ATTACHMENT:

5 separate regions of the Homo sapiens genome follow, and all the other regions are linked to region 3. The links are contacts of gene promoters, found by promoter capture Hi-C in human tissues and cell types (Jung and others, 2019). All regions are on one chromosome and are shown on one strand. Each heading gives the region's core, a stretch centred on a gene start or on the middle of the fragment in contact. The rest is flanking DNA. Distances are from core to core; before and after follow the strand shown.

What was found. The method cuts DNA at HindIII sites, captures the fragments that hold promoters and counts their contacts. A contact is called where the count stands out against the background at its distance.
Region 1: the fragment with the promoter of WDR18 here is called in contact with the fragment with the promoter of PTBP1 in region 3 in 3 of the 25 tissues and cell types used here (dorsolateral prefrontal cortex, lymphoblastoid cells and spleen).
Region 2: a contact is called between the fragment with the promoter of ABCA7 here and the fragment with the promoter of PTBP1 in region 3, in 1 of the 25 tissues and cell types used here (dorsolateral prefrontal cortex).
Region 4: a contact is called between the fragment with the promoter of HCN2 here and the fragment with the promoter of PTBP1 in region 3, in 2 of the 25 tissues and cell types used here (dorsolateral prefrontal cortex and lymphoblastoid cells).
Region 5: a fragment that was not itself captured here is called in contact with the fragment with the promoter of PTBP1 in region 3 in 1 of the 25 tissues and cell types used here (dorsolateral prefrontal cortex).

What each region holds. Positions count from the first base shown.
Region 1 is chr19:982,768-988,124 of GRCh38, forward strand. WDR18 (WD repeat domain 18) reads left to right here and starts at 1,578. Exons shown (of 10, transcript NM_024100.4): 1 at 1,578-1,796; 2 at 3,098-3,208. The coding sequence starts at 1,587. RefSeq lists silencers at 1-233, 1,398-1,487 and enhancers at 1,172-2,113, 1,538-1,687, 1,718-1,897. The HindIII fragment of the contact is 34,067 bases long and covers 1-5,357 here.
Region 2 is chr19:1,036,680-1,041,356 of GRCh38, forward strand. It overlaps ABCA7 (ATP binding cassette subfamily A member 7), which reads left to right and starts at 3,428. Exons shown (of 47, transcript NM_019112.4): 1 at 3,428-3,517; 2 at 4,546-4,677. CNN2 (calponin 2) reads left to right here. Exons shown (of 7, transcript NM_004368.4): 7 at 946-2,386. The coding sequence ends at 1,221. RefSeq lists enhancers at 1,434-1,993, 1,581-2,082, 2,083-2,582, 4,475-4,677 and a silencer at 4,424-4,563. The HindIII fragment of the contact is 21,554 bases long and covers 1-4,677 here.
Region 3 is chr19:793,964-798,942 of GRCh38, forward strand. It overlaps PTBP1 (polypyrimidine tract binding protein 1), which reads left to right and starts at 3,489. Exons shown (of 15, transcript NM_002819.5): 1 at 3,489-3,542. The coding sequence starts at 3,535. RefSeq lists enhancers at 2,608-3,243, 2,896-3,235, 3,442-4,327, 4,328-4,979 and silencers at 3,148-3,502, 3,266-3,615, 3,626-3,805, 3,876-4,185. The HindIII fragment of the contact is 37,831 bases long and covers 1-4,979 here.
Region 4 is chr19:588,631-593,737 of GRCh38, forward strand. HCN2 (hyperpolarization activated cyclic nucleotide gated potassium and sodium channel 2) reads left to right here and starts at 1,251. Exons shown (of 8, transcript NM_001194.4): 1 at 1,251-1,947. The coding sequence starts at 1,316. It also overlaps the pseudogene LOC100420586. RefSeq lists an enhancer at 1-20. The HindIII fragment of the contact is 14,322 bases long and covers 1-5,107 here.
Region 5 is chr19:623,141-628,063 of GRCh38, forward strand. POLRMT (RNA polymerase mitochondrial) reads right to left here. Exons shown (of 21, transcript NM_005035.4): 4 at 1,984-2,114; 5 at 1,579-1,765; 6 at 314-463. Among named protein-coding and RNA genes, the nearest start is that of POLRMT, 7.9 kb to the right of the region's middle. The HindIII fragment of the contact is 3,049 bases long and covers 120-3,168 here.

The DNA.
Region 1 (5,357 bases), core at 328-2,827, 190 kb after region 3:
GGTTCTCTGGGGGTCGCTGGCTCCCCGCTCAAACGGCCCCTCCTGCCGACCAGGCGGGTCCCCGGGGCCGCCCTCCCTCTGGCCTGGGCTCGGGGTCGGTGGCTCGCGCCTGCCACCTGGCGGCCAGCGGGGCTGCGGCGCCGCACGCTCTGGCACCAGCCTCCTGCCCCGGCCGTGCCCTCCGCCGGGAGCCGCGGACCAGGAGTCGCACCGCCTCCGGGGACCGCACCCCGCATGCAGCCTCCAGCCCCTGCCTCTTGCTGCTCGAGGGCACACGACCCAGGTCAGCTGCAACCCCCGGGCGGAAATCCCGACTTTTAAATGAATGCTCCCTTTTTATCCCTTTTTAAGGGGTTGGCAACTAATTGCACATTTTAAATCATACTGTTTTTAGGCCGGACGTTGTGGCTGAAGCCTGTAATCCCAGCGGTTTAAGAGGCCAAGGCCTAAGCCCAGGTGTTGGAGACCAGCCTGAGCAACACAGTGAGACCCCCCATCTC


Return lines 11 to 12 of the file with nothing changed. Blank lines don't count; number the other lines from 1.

Region 4 is chr19:588,631-593,737 of GRCh38, forward strand. HCN2 (hyperpolarization activated cyclic nucleotide gated potassium and sodium channel 2) reads left to right here and starts at 1,251. Exons shown (of 8, transcript NM_001194.4): 1 at 1,251-1,947. The coding sequence starts at 1,316. It also overlaps the pseudogene LOC100420586. RefSeq lists an enhancer at 1-20. The HindIII fragment of the contact is 14,322 bases long and covers 1-5,107 here.
Region 5 is chr19:623,141-628,063 of GRCh38, forward strand. POLRMT (RNA polymerase mitochondrial) reads right to left here. Exons shown (of 21, transcript NM_005035.4): 4 at 1,984-2,114; 5 at 1,579-1,765; 6 at 314-463. Among named protein-coding and RNA genes, the nearest start is that of POLRMT, 7.9 kb to the right of the region's middle. The HindIII fragment of the contact is 3,049 bases long and covers 120-3,168 here.